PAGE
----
A painting that was stolen from a Glasgow museum over 30 years ago has been returned after it was entered into an auction. The BBC reports that the artwork, titled Children Wading, was painted by Robert Gemmell Hutchinson in 1918 and was gifted to the Glasgow Museum of Childhood in 1960.
In 1989, the painting was stolen in a heist and has remained lost until now. It was placed on the Art Loss Register alongside about 20 other artworks that were stolen at the same time. When the painting was put up for auction by the original owner, it was matched on the register and the owners have agreed to return it, despite having no legal obligation to do so.
The family who owned the painting bought it in good faith, with no way of knowing that it was stolen. They have the option of making a legal claim against the thief to recover the value of the painting, but this depends on whether they can be identified and whether issuing legal proceedings against them would be worthwhile.
The museum director Duncan Dornan said: “We’re delighted to have a work returned, even though the theft was a very long time ago. The pain of it still persists – and there’s a loss to the public in Glasgow. We were sorry to lose it and delighted to be able to recover the work subsequently, using the Art Loss system.”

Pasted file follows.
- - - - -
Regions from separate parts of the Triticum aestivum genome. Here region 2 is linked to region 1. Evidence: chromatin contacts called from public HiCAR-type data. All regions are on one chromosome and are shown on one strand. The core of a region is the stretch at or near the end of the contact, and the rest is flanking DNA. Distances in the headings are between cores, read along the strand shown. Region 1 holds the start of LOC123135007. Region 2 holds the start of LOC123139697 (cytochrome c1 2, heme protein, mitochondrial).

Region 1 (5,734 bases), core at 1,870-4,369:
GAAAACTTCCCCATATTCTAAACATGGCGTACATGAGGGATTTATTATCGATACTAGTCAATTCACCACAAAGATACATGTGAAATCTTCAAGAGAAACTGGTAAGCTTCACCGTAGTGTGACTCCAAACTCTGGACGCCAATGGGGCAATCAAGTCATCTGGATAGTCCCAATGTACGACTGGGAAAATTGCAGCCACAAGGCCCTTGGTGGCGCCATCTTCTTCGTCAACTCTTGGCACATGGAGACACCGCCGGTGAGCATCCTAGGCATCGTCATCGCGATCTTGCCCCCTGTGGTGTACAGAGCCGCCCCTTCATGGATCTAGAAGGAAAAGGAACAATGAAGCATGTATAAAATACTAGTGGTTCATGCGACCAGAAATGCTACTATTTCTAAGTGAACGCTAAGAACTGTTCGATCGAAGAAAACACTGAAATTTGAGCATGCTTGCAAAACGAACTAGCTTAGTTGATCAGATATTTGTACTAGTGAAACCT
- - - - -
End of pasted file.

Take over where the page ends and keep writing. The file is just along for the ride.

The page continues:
He added: “It is a charming depiction of children at play, which is obviously why it had been deployed in the Museum of Childhood at the time.”
Hutchinson was born in Edinburgh in 1855, and specialised in painting un-romanticised scenes from rural and domestic life. He had a loose painterly style that was influenced by British Impressionism, and he also spent some time in Holland, where he developed a strong interest in the Hague School.
After his time in Holland, the artist worked mostly outdoors and used a looser and faster technique with a lighter palette. Much of his work features muted soft colours, sometimes augmented with a layer of more vibrant colour.
Throughout his career, he exhibited paintings at the Royal Academy in London and he was a member of many prestigious painting institutions. Many of his paintings are now held in private and public collections in the UK.
Mr Dornan told the BBC: “It’s very satisfying to see your work wrongly taken from a public collection returning to the collection. It is both good that the work returns to the people who want it, and makes it available for the public to enjoy. But it’s also really good that these systems in the art sector work effectively and actually result in a positive conclusion.”
Children Wading was painted at Carnoustie in Angus, a scenic seaside town in north east Scotland. It features two young girls paddling in shallow water with a toy boat nearby.